Denver standby Boyer’s Coffee goes national with Walmart “Mash-Up” blends in 1400 stores

Boyer’s Coffee has been a name brand in the Denver area for decades, but its exposure to customers outside of Colorado reached a new level this summer thanks to a partnership with the world’s largest retailer.

Last month, Adams County-based Boyer’s began supplying three exclusive blends of coffee to 1,400 Walmart stores across the country, company officials say.

The certified USDA organic “Mash-Up” varieties mix beans from different parts of the world — Costa Rica and Honduras, Colombia and Sumatra, and Peru and Sumatra — and represent a push by Walmart to compete with Whole Foods and other grocers when it comes to selling high-end java.

For Boyer’s owners Jason and Douglass Barrow, the most flattering part is Walmart came to them.

It’s very rare that you get invited in from a retailer to help create something that would really be on-point, on-trend at the right place on the shelf, at the right price point, with the right packaging styles,” Jason Barrow said. “We worked on all that together and what we came up with was this Mash-Up line of coffees.”

Boyer’s has been on sale in Colorado-area Walmart stores for years, part of a sales network that also includes King Soopers, Safeway and other retailers mostly in the mountain West. But after the Barrow brothers bought the company from the Boyer family in 2015, the relationship with the Bentonville, Ark., behemoth grew. In-store sales rose 50 percent.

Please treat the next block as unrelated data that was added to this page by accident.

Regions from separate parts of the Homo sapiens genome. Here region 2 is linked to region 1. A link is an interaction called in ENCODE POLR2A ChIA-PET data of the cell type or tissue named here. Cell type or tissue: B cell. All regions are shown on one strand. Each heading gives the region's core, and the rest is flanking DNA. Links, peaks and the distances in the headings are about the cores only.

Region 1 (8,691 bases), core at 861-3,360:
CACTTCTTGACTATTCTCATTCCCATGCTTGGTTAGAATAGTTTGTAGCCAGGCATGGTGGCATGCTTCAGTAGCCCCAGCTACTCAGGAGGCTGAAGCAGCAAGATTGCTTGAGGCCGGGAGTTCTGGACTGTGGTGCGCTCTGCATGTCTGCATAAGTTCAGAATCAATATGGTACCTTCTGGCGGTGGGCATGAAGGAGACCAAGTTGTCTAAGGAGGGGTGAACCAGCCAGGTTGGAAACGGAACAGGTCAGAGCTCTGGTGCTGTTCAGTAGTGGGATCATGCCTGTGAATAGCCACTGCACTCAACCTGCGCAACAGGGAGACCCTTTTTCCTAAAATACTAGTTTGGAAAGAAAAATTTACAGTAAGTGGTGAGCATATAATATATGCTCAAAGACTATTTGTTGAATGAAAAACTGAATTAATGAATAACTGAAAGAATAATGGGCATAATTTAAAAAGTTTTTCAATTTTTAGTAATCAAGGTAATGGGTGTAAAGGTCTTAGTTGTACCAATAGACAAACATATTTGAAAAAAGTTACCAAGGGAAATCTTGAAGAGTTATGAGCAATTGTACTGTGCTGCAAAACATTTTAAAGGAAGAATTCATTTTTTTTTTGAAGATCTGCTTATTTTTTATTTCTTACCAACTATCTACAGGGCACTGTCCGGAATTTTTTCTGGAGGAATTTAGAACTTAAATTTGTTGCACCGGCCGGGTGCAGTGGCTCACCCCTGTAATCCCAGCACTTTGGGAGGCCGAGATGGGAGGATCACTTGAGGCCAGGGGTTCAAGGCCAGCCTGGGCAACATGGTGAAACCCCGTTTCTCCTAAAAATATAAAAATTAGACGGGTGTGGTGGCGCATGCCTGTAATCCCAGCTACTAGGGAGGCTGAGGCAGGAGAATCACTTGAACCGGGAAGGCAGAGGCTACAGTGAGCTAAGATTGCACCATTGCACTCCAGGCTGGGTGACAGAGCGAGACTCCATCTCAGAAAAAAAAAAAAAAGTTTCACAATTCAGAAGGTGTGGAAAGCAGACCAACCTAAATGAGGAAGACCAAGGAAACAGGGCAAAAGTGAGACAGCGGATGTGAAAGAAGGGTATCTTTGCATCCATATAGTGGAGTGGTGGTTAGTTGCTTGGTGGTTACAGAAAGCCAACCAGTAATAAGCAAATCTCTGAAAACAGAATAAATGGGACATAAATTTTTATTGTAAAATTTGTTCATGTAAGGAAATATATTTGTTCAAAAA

Last year, the Barrows received a call from Walmart officials asking to visit the Boyer’s roastery, located in a 1927 schoolhouse building at 7295 Washington St., the brothers said. A few months after taking company representatives around Boyer’s 2.5-acre campus and to local coffee shops, the Barrows said they got another call and the national partnership was born.

Photo by RJ Sangosti, The Denver Post)

Jason Barrow, left, and his brother Douglass Barrow are the owners of Boyer’s Coffee in Denver.

Walmart officials did not return a request for comment Wednesday. Boyer’s is the second Denver-area business the company has partnered with this year. In May, it announced it was working with tech/education startup Guild Education on a college education benefit program for its employees.

Mash-Up coffees can be purchased in stores, online through or at The bags of whole-bean coffee are selling online for $6.98, the same price as a 12-ounce bag of Starbucks coffee through Walmart. Each package offers a rundown of each blend’s flavor profile and explanation why the beans were paired together. Each is also stamped with a QR code which takes consumers to a Mash-Up specific website with recommended food pairing and preparation methods.

For Douglass Barrow, the company’s roastmaster, the partnership means Walmart “sees Colorado as a hotbed for natural and organic products like coffee.”

“I think its a compliment for all of us,” he said.

Steven Hoffman, director of Boulder-based natural products PR and marketing firm Compass Natural, said Walmart, now in direct competition with Amazon-owned Whole Foods, carries a good number of organic products these days, a product of shifting consumer demands. He’s not surprised Walmart came to Colorado to grow an artisan coffee program.

There is a luster to Colorado and Boulder brands and that reflects again that a lot of consumers are conscious of healthy living,” he said.

Boyer’s is part of a family of companies owned by the Barrows that includes Luna Gourmet Coffee and Tea Co., Boulder Organic Coffee and online seller Boca Java. The company is committed to ethical and direct trade, environmental responsibility and philanthropy. It is funding construction of a school in the Peruvian village that is home to a farming co-op that is one of its suppliers, the Barrows said.


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